Corrosion in the News: May 18, 2020 Roundup
This week’s stories highlight a nuclear power plant that completed repairs to corroded equipment, corrosion-induced vehicle recalls, a bridge collapse and 3D-printed additive manufacturing.
Welcome to the mid-May Corrosionpedia News Roundup. Corrosionpedia releases a fresh News Roundup every other week to provide a summary of the most important headlines in the world of corrosion prevention and monitoring. This week, we highlight a story about a nuclear power plant that successfully completed repairs to corroded equipment. Other interesting stories include several corrosion-induced recalls involving motorcycles and luxury vehicles, a bridge collapse investigation and the aerospace quality certification of an advanced additive manufacturing powder plant to create corrosion-resistant titanium powder.
Repairs Completed to a Corroded Nuclear Reactor
The Beaver Valley Nuclear Station has just finished repairing a corroded area on one if its vessel heads. The vessel head corrosion was discovered in April during a routine downtime inspection. Each vessel head contains numerous penetrations, which are holes where fuel rods are inserted. The head was immediately deactivated upon discovery of the problem. Fortunately, the corrosion was detected in its early stages and had not yet completely penetrated through the entire wall thickness, meaning that no radiation leakage had occurred. Due to the successful repair, the vessel head will not need to be replaced, and officials from the nuclear plant said the scheduled outage would not need to be extended.
Rolls-Royce and the University of Manchester Form Graphene Partnership
The University of Manchester’s Graphene Engineering Innovation Centre and the Rolls-Royce aerospace division have partnered together to advance the science and application of graphene and other nanomaterials in aerospace engines. Within the broad application possibilities, the two parties will seek out ways to successfully use graphene technologies in electrical components to reduce corrosion. In addition to improved corrosion resistance, the group aims to reduce the weight and enhance the capabilities of the electrical systems on Rolls-Royce aerospace engines through graphene usage. With maintenance and fuel costs being a major concern in the airline industry, corrosion resistance and weight reductions can be a major advantage for aerospace engine manufacturers such as Rolls-Royce.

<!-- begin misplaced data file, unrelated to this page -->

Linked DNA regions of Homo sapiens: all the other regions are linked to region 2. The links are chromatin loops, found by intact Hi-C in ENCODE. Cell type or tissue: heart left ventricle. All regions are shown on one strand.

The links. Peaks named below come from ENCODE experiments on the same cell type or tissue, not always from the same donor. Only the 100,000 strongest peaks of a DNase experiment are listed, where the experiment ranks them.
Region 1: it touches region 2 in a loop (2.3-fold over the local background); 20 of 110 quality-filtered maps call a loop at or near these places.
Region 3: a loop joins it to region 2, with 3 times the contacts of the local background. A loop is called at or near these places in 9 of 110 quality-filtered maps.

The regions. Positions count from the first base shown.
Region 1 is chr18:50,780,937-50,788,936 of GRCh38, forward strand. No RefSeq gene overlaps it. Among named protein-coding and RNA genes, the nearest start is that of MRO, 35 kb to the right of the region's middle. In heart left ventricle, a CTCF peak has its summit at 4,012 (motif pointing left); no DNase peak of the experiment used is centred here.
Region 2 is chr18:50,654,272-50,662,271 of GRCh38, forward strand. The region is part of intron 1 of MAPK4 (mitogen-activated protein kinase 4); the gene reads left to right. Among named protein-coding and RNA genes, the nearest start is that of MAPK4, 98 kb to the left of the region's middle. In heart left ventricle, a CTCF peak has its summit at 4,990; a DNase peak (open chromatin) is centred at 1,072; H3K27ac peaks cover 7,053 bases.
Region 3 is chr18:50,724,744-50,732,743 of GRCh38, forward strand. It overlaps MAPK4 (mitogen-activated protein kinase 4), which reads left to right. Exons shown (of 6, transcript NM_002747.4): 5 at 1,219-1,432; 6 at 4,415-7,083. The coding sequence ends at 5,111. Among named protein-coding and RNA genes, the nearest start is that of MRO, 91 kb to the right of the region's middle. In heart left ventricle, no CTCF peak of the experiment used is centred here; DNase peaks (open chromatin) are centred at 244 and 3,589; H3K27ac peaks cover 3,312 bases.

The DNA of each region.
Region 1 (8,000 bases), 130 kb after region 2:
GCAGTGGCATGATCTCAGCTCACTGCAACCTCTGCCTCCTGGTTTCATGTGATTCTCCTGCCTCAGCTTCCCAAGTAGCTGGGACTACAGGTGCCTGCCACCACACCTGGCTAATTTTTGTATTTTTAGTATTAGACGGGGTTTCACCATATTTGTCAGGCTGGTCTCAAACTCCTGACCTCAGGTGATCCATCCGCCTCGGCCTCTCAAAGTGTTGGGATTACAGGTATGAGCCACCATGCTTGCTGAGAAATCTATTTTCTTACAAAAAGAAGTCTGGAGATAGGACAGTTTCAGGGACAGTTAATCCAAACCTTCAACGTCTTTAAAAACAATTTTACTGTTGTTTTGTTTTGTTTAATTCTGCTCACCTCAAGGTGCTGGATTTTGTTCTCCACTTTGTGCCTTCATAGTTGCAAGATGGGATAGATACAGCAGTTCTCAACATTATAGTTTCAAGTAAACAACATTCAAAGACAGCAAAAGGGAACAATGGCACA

McLaren Issues Recall Due to Corrosion Concerns
The luxury automobile manufacturer McLaren recently announced a corrosion-related recall of nearly 3,000 of its vehicles in the United States. McLaren discovered that a foam pad installed underneath the fuel tanks for noise reduction on some of its models might retain liquid somewhat like a sponge. This liquid retention can form an electrolytic cell that in turn could potentially hasten the corrosion of the fuel tank. Although no fuel leaks have yet been discovered, if the corrosion went through the wall of the fuel tank, it could cause a leak and subsequent fire in an extreme scenario. To prevent this, McLaren decided to issue the recall to fix the issue before any failures occur. The models affected included the 2020 GT, the 2020 Senna, the 2017-19 570 GT and the 2016-20 720S. More information can be found on the NHTSA.gov website under recall reports 20V-231.
Corrosion to Blame for Deadly Bridge Collapse
After months of investigation, the Taiwan Transportation Safety Board (TTSB) has determined that corrosion was one of the major causes of a deadly bridge collapse. The Nanfang’ao Bridge at the Nanfang’ao Fishing Port in Taiwan collapsed last October, falling onto boats beneath it and killing several people. Deterioration of the steel suspension cables caused by corrosion resulted in several cable failures. Although inspections were regularly performed for over a decade, those inspections stopped in 2016. The TTSB also found that the inspection methodology for the bridge would have been inadequate to detect some of the corrosion that caused the collapse. A complete report of the investigation will be finished by the end of the summer, and a new bridge is expected to be constructed in 2022.
Titanium Powder Additive Manufacturing Powder Plant Achieves Aerospace Approval
Sandvik, a global engineering and materials firm based in Sweden, has recently gained AS9100D approval for a new titanium additive manufacturing powder plant. The AS9100D certification is a quality requirement for aerospace manufacturing. The approval makes Sandvik one of the few powder manufacturers that have AS9100D certification. The aerospace industry is looking to use titanium additive powders to create 3D printed components due to its excellent corrosion resistance, in addition to many other benefits. Using titanium additive manufacturing powders allow aerospace manufacturers to create complex, corrosion-resistant parts.
Corrosion Prompts Motorcycle Recall
Potentially defective brake pads used on both Ducati and Triumph motorcycles have caused the manufacturers to issue recalls. The models affected are the 2017 Ducati Supperleggera and several different 2017-19 Triumph models. The concern is that corrosion on the backing plate of the brake pads will cause the friction material to delaminate and therefore reduce the efficacy of the stopping power of the brake pads. In the recall documentation, the corrosion was identified to occur as a result of microcracks in the backing plate, which increase corrosion rates. The corrosion in turn reduces the ability of the brake friction material to adhere to the backing plate, resulting in delamination. More information can be found on the NHTSA.gov website under recall reports 20V-232 and 20V-236.